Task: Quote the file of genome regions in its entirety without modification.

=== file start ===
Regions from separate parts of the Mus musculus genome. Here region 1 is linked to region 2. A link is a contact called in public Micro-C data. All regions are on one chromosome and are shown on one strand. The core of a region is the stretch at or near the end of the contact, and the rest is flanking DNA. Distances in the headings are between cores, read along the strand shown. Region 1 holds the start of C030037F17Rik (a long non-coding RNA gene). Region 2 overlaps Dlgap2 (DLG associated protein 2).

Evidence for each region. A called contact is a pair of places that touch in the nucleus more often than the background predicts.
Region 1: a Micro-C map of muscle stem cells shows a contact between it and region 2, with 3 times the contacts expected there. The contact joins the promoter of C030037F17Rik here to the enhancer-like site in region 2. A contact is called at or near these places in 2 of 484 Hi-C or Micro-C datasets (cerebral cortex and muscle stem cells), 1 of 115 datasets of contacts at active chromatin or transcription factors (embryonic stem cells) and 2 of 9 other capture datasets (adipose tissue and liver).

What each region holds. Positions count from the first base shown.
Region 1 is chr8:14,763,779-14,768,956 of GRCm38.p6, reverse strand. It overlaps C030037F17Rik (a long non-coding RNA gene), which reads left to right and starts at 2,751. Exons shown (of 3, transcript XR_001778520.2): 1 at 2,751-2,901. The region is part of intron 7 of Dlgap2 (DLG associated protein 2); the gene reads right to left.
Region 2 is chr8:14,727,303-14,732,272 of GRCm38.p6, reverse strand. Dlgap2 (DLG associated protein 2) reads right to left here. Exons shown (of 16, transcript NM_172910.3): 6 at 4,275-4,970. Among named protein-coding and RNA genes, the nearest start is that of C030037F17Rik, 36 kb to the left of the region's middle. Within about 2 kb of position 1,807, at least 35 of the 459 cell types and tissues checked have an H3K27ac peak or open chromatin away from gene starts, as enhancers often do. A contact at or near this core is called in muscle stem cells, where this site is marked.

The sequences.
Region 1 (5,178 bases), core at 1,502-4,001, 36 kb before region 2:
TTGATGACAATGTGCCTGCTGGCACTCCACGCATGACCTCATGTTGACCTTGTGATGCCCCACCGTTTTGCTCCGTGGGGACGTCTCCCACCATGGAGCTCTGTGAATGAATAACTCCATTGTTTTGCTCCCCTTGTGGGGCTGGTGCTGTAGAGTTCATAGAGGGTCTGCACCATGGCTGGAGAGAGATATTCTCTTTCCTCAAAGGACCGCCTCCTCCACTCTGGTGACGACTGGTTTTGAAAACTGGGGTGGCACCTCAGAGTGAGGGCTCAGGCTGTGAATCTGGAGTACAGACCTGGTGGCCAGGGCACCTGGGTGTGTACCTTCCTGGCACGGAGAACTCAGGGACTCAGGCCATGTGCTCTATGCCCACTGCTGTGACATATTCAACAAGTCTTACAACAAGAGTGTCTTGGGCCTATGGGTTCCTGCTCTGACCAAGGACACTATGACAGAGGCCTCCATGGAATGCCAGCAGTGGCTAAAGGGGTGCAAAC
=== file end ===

Regions from separate parts of the Mus musculus genome. Here region 1 is linked to region 2. A link is a contact called in public Micro-C data. All regions are on one chromosome and are shown on one strand. The core of a region is the stretch at or near the end of the contact, and the rest is flanking DNA. Distances in the headings are between cores, read along the strand shown. Region 1 holds the start of C030037F17Rik (a long non-coding RNA gene). Region 2 overlaps Dlgap2 (DLG associated protein 2).

Evidence for each region. A called contact is a pair of places that touch in the nucleus more often than the background predicts.
Region 1: a Micro-C map of muscle stem cells shows a contact between it and region 2, with 3 times the contacts expected there. The contact joins the promoter of C030037F17Rik here to the enhancer-like site in region 2. A contact is called at or near these places in 2 of 484 Hi-C or Micro-C datasets (cerebral cortex and muscle stem cells), 1 of 115 datasets of contacts at active chromatin or transcription factors (embryonic stem cells) and 2 of 9 other capture datasets (adipose tissue and liver).

What each region holds. Positions count from the first base shown.
Region 1 is chr8:14,763,779-14,768,956 of GRCm38.p6, reverse strand. It overlaps C030037F17Rik (a long non-coding RNA gene), which reads left to right and starts at 2,751. Exons shown (of 3, transcript XR_001778520.2): 1 at 2,751-2,901. The region is part of intron 7 of Dlgap2 (DLG associated protein 2); the gene reads right to left.
Region 2 is chr8:14,727,303-14,732,272 of GRCm38.p6, reverse strand. Dlgap2 (DLG associated protein 2) reads right to left here. Exons shown (of 16, transcript NM_172910.3): 6 at 4,275-4,970. Among named protein-coding and RNA genes, the nearest start is that of C030037F17Rik, 36 kb to the left of the region's middle. Within about 2 kb of position 1,807, at least 35 of the 459 cell types and tissues checked have an H3K27ac peak or open chromatin away from gene starts, as enhancers often do. A contact at or near this core is called in muscle stem cells, where this site is marked.

The sequences.
Region 1 (5,178 bases), core at 1,502-4,001, 36 kb before region 2:
TTGATGACAATGTGCCTGCTGGCACTCCACGCATGACCTCATGTTGACCTTGTGATGCCCCACCGTTTTGCTCCGTGGGGACGTCTCCCACCATGGAGCTCTGTGAATGAATAACTCCATTGTTTTGCTCCCCTTGTGGGGCTGGTGCTGTAGAGTTCATAGAGGGTCTGCACCATGGCTGGAGAGAGATATTCTCTTTCCTCAAAGGACCGCCTCCTCCACTCTGGTGACGACTGGTTTTGAAAACTGGGGTGGCACCTCAGAGTGAGGGCTCAGGCTGTGAATCTGGAGTACAGACCTGGTGGCCAGGGCACCTGGGTGTGTACCTTCCTGGCACGGAGAACTCAGGGACTCAGGCCATGTGCTCTATGCCCACTGCTGTGACATATTCAACAAGTCTTACAACAAGAGTGTCTTGGGCCTATGGGTTCCTGCTCTGACCAAGGACACTATGACAGAGGCCTCCATGGAATGCCAGCAGTGGCTAAAGGGGTGCAAAC